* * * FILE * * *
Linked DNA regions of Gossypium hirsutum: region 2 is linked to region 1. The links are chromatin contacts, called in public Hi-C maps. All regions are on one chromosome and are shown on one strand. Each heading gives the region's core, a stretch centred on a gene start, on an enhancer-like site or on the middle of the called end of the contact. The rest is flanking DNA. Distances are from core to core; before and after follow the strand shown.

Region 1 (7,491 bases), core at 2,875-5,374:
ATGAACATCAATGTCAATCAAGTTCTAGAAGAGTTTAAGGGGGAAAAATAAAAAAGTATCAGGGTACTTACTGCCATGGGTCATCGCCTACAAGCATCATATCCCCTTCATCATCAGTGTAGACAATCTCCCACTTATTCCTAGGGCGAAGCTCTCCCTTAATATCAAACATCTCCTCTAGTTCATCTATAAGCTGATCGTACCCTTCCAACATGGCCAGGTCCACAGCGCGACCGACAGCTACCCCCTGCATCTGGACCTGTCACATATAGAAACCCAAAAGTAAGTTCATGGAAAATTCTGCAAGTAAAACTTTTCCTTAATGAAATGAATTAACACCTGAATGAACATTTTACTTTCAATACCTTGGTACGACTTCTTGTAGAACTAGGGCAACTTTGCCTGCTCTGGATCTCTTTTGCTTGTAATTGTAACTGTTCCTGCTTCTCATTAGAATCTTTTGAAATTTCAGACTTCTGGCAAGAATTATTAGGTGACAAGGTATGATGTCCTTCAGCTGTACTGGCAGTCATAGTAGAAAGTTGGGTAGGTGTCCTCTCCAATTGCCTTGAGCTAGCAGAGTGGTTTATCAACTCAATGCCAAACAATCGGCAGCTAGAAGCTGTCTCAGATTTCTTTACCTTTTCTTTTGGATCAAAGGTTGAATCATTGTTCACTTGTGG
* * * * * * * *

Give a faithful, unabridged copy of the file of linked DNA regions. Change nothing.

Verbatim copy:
Linked DNA regions of Gossypium hirsutum: region 2 is linked to region 1. The links are chromatin contacts, called in public Hi-C maps. All regions are on one chromosome and are shown on one strand. Each heading gives the region's core, a stretch centred on a gene start, on an enhancer-like site or on the middle of the called end of the contact. The rest is flanking DNA. Distances are from core to core; before and after follow the strand shown.

Region 1 (7,491 bases), core at 2,875-5,374:
ATGAACATCAATGTCAATCAAGTTCTAGAAGAGTTTAAGGGGGAAAAATAAAAAAGTATCAGGGTACTTACTGCCATGGGTCATCGCCTACAAGCATCATATCCCCTTCATCATCAGTGTAGACAATCTCCCACTTATTCCTAGGGCGAAGCTCTCCCTTAATATCAAACATCTCCTCTAGTTCATCTATAAGCTGATCGTACCCTTCCAACATGGCCAGGTCCACAGCGCGACCGACAGCTACCCCCTGCATCTGGACCTGTCACATATAGAAACCCAAAAGTAAGTTCATGGAAAATTCTGCAAGTAAAACTTTTCCTTAATGAAATGAATTAACACCTGAATGAACATTTTACTTTCAATACCTTGGTACGACTTCTTGTAGAACTAGGGCAACTTTGCCTGCTCTGGATCTCTTTTGCTTGTAATTGTAACTGTTCCTGCTTCTCATTAGAATCTTTTGAAATTTCAGACTTCTGGCAAGAATTATTAGGTGACAAGGTATGATGTCCTTCAGCTGTACTGGCAGTCATAGTAGAAAGTTGGGTAGGTGTCCTCTCCAATTGCCTTGAGCTAGCAGAGTGGTTTATCAACTCAATGCCAAACAATCGGCAGCTAGAAGCTGTCTCAGATTTCTTTACCTTTTCTTTTGGATCAAAGGTTGAATCATTGTTCACTTGTGG